Did the video artists and organizers of the exhibition of new video works,
Another World is Possible, at the Bezalel Gallery at 23 Jaffa Road in Jerusalem,
have any inkling when they began planning it that the timing would be perfect?
It opens just as the tent protests for social justice that riveted the country
all summer are winding down.
In fact, the title of the exhibition itself
could have been the slogan on a sign painted by the protesters.
exhibition of 10 films, which was assembled by curator Maayan Amir, was
sponsored by the New Israeli Fund for Cinema and Television.
The venue is
also particularly apt.
Although the address itself, 23 Jaffa Road, may
not remind you of anything, if you are a Jerusalemite you’ve probably been to
that building more times than you can count – it’s the city’s main post office.
The Bezalel Gallery is upstairs, but there is one video monitor in the
Being in this building cannot fail to conjure
memories of long waits, snarling bureaucrats, and, for many, struggling to be
understood in less-than-perfect Hebrew.
The idea that “Another world is
possible” is particularly inspiring in this context.
, the short video that plays in this entrance, focuses on images of
urban decay and deprivation.
As you enter the main gallery, you can see
and hear several videos at once, and as you walk through, there are more in
separate rooms. The subtitle of the exhibition might be, “Watch it your way.”
The advantage of such a presentation, where the works play continuously, is that
you can choose when to begin watching, and when to stop. For anyone used to
seeing films in the conventional way, from beginning to end, this is quite a
change. In this exhibition, you are encouraged to really look at each image, and
to simply react to it, rather than being led through it by a conventional
Amit Berlowitz’s Awakening
, for example, plays on three
screens, each showing a video that is not quite what it seems. In one video, a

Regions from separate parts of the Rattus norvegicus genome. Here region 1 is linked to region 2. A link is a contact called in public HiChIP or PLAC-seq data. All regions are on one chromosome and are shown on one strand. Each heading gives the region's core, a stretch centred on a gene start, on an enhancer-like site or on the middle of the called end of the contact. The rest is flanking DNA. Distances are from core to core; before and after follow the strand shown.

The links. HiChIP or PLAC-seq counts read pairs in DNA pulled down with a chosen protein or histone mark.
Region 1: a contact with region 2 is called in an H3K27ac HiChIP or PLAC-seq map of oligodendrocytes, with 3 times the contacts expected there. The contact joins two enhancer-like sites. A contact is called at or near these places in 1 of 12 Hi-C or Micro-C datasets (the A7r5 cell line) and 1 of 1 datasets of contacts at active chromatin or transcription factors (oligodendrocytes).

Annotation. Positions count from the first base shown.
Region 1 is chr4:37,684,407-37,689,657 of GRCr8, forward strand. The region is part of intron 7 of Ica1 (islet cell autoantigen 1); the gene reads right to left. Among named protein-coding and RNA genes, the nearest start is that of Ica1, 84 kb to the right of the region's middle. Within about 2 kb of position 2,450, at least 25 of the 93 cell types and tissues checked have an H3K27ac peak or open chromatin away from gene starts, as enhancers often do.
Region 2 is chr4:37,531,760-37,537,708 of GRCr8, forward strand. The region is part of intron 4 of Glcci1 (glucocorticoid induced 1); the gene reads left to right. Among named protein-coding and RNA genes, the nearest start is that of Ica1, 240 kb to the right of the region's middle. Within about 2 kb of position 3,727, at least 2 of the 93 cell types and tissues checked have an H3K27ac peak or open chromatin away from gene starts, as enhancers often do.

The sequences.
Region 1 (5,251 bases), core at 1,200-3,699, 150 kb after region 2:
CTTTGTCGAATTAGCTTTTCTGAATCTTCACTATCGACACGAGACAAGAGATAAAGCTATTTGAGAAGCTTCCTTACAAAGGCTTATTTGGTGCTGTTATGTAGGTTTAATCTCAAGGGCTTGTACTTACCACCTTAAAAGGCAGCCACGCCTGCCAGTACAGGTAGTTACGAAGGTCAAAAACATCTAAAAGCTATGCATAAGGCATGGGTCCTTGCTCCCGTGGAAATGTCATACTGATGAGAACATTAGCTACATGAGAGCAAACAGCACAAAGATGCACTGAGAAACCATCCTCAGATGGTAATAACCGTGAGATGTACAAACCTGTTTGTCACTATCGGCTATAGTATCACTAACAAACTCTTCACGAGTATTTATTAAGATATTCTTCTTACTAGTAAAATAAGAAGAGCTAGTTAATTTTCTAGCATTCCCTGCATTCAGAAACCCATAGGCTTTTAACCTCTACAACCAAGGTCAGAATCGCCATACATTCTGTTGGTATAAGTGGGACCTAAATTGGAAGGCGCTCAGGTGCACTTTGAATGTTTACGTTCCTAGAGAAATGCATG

game on a beach between an apparently happy couple turns into something more
sinister. In another, a romantic walk in the woods completely changes, depending
on when you start watching the video. Like many of these works, the videos hint
at danger, mixed motives and terror.
The literal centerpiece of the
exhibition is Tali Keren’s The Interpreter
. Playing on two screens, it features
testimony from Claude Lanzmann’s documentary Shoah
, recited in different
languages by male voices, while it is also performed by female sign-language
interpreters (and has a Hebrew translation on a separate monitor). Although the
words may be familiar to anyone who has seen the film or read histories of the
Holocaust, seeing them illustrated in this way underscores each image that the
speakers describe. It gives them a freshness that is very hard to achieve in a
traditional talking-heads documentary format.
As a backdrop, a set
illustrating a concentration camp exterior is less effective than seeing an
elderly man’s words interpreted by the hands of a younger woman.
Kislev’s The Brain
also makes a strong but very different impression in its nine
minutes. In the spirit of the exhibition, I’ll describe it without attempting to
make sense of it. The focus is an arresting and distorted image of a Stephen
Hawking-like scientist who is going to Israel to win a prize. He has a huge and
creepy head coming out of tiny neck. While in Israel, he calls his girlfriend,
apparently a German teenager who lives with her father. As she sits in her pink
bedroom and chats with the scientist, her disapproving father comes on the line
and tries to break them up. Then, two Russian women talk by phone about how
badly the scientist treats women. This is contrasted with a lecture he gives
about how the sun is going to die, which is illustrated with arresting images
watched by adoring young viewers.
Several of the works seem to make
pointed comments on the current political standoff.
, projected on the floor, shows images of a construction site,
seen from the point of view of construction workers. A chain dangles like a
tentacle as the camera peers down from the top of the building being
constructed, and in another sequence, construction workers eat lunch. This is
Ground Zero of the housing crisis, and we are with the workers who build houses
they most likely will never afford to live in.
A different kind of urban
malaise is on display in Aya Ben-Ron’s Patient, as a nurse walks through a
dilapidated but empty hospital, and it becomes clear that the building itself is
a kind of patient.
Several of the other works, including Alona
, Rinat Kotler’s Explosive Flow
, and Ohad Fishof’s Abduction
use often jarring images to create a feeling of uncertainty and
Rona Yafman’s Let It Bleed, teases conventions about gender
The exhibition runs through November 5, and is open
Tuesday to Thursday, 4 to 8 p.m.; Friday 11 a.m. to 2 p.m. Watch it and
experience the possibility of this other world.